What does that mean? Simple: it’s the motion you’d get if you were rowing in a boat.

Forgive my geekiness, but I’m going to take a moment to explain a little bit about the physics of rowing.

According to one Oxford research paper [1], “Boats move because momentum is transferred to the water by the rowers and their oars, causing the boat to move forwards.”


Pretty easy to understand, right? But we’re just getting started.

The paper explains, “Momentum is imparted to the water by the oar, resulting in the boat accelerating in the opposite direction. Although the blade appears to “lock on” in the water, it must move the water in the opposite direction to the motion of the boat in order to conserve momentum. As it is energetically efficient to move a large amount of water slowly, rather than a small amount quickly, blades have a large surface area in order to maximize the water displaced.”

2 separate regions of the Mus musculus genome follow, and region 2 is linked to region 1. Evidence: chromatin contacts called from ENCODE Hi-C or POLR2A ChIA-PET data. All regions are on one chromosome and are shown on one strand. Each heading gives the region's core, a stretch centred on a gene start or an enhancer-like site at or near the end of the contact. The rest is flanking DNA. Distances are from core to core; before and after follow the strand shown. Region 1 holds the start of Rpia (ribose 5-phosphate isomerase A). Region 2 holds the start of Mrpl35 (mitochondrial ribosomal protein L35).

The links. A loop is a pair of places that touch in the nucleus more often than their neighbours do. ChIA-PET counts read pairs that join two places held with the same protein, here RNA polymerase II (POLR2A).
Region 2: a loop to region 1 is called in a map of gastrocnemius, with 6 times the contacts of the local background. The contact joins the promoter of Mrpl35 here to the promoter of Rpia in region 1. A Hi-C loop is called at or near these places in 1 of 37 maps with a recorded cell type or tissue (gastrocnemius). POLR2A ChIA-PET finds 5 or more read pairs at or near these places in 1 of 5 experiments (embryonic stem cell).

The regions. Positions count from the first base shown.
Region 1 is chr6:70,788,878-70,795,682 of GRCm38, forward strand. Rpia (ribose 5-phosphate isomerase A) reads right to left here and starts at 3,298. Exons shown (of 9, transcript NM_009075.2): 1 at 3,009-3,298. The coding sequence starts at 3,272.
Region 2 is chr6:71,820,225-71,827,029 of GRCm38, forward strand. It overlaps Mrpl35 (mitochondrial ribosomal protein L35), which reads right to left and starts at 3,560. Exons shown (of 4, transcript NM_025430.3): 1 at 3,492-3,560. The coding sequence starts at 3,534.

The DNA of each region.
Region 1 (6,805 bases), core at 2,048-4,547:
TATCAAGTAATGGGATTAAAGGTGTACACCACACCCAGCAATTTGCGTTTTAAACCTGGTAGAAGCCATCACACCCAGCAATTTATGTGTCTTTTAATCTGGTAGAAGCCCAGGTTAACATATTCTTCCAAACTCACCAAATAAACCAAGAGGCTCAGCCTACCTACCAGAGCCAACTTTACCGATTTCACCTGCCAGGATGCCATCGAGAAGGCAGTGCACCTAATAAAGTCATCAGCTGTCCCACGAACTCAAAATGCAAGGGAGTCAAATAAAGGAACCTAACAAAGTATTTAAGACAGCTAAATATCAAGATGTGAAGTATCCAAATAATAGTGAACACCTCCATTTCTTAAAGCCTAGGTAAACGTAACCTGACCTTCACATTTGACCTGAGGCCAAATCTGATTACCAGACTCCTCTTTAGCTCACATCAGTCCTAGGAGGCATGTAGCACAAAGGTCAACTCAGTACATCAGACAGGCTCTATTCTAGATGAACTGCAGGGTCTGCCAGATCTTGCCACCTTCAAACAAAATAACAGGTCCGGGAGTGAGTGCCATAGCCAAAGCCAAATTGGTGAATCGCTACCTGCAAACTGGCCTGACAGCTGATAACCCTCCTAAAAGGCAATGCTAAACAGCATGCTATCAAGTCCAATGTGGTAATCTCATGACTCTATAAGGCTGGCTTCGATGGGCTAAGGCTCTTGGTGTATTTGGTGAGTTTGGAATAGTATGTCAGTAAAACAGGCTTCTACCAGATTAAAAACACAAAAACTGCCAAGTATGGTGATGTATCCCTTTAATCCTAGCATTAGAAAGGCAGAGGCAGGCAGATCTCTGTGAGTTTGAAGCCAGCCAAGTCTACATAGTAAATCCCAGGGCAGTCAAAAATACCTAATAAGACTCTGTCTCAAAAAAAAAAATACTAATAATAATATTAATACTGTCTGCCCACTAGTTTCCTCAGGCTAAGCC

Theoretically, the bigger the blades, the more water could be displaced, so the faster you’d row.

In the case of a water rowing machine, the more blades you have inside the tank, the more water displacement, so the faster your momentum.

Main Resistance Force: Horizontal Tank

Now, there is one big force working against the person doing the rowing: the water. Specifically, the viscosity of the water.

Viscosity is defined as [2] “resistance of a fluid to deformation at a given rate”. In simpler terms, it’s just the “thickness”.